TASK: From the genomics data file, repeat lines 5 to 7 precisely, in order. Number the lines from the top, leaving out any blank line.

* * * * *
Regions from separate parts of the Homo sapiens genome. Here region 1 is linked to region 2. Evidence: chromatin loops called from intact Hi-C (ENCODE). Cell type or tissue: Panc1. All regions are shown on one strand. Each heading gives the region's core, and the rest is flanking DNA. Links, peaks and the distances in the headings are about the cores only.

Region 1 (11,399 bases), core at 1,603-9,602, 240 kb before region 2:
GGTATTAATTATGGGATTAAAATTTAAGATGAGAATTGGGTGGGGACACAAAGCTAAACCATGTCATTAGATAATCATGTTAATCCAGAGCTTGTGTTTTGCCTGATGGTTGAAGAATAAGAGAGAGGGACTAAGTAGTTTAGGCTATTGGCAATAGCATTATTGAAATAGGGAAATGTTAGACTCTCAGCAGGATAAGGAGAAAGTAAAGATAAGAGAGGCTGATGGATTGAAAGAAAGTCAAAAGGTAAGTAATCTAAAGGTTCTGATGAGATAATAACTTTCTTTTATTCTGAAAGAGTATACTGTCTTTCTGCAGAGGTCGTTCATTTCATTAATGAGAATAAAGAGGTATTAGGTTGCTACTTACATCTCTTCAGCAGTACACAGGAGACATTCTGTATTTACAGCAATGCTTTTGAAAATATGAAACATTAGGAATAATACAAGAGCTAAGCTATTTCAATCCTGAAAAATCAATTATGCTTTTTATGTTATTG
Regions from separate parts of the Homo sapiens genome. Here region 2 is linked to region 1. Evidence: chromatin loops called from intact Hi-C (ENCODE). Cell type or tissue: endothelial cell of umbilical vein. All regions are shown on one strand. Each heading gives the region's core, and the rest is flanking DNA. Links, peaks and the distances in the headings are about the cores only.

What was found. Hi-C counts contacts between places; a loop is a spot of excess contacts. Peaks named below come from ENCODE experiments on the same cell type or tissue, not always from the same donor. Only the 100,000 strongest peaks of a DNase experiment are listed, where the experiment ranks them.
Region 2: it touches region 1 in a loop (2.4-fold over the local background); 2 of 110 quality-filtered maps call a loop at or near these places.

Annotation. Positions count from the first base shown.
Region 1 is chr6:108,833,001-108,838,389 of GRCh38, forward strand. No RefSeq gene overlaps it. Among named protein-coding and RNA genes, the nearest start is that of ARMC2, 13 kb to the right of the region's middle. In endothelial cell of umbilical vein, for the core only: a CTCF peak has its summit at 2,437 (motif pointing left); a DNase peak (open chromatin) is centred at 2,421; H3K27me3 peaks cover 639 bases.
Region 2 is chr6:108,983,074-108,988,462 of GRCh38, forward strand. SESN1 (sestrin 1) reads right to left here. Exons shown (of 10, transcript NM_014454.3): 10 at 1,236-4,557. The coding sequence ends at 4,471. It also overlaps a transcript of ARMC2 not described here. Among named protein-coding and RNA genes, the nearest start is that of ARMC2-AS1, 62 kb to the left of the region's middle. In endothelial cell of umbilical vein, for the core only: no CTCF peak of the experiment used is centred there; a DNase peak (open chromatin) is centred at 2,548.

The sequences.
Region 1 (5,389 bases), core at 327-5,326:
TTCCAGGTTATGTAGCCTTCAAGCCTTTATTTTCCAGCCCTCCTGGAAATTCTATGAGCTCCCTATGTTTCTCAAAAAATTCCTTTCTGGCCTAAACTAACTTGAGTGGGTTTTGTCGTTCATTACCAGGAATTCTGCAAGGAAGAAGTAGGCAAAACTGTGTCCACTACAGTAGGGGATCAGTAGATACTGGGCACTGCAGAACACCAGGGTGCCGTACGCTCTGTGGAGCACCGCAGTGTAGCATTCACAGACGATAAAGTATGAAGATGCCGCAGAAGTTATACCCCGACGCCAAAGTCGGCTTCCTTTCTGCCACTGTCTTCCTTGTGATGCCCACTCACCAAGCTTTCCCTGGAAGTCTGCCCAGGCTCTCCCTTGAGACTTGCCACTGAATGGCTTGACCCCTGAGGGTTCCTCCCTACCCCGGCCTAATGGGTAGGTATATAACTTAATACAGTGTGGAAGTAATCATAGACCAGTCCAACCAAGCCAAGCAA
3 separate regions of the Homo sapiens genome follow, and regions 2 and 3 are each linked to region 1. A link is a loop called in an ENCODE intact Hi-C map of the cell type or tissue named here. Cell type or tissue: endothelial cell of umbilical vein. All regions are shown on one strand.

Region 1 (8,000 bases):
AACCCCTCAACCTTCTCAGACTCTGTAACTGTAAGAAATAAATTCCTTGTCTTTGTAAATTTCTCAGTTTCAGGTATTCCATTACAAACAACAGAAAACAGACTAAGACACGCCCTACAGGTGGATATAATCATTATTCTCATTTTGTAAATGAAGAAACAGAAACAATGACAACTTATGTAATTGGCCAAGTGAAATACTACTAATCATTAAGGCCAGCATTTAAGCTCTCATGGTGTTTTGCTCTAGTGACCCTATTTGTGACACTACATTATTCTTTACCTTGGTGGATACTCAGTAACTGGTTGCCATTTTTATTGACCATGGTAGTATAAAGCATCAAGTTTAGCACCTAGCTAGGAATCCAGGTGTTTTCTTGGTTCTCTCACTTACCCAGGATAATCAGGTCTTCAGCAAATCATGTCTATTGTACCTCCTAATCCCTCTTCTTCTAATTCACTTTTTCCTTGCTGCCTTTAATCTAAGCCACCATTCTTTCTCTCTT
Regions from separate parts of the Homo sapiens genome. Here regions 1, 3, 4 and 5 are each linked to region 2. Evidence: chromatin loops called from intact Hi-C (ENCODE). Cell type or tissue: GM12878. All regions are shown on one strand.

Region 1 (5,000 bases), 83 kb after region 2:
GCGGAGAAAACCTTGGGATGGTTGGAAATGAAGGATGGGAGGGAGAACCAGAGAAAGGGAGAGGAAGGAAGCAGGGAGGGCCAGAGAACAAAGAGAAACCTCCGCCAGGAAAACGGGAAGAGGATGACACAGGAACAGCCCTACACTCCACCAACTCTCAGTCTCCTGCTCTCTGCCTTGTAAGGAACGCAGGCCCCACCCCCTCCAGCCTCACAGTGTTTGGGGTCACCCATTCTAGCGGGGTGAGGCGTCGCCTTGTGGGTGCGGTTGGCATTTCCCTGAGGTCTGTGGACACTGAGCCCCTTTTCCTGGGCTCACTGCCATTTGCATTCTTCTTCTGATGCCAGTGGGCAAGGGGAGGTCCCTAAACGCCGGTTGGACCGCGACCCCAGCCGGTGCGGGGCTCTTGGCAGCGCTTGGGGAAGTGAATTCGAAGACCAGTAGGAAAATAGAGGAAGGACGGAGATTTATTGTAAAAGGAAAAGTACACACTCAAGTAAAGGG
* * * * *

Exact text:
What was found. Hi-C counts contacts between places; a loop is a spot of excess contacts. Peaks named below come from ENCODE experiments on the same cell type or tissue, not always from the same donor. Only the 100,000 strongest peaks of a DNase experiment are listed, where the experiment ranks them.
Region 2: it touches region 1 in a loop (2.4-fold over the local background); 2 of 110 quality-filtered maps call a loop at or near these places.

Annotation. Positions count from the first base shown.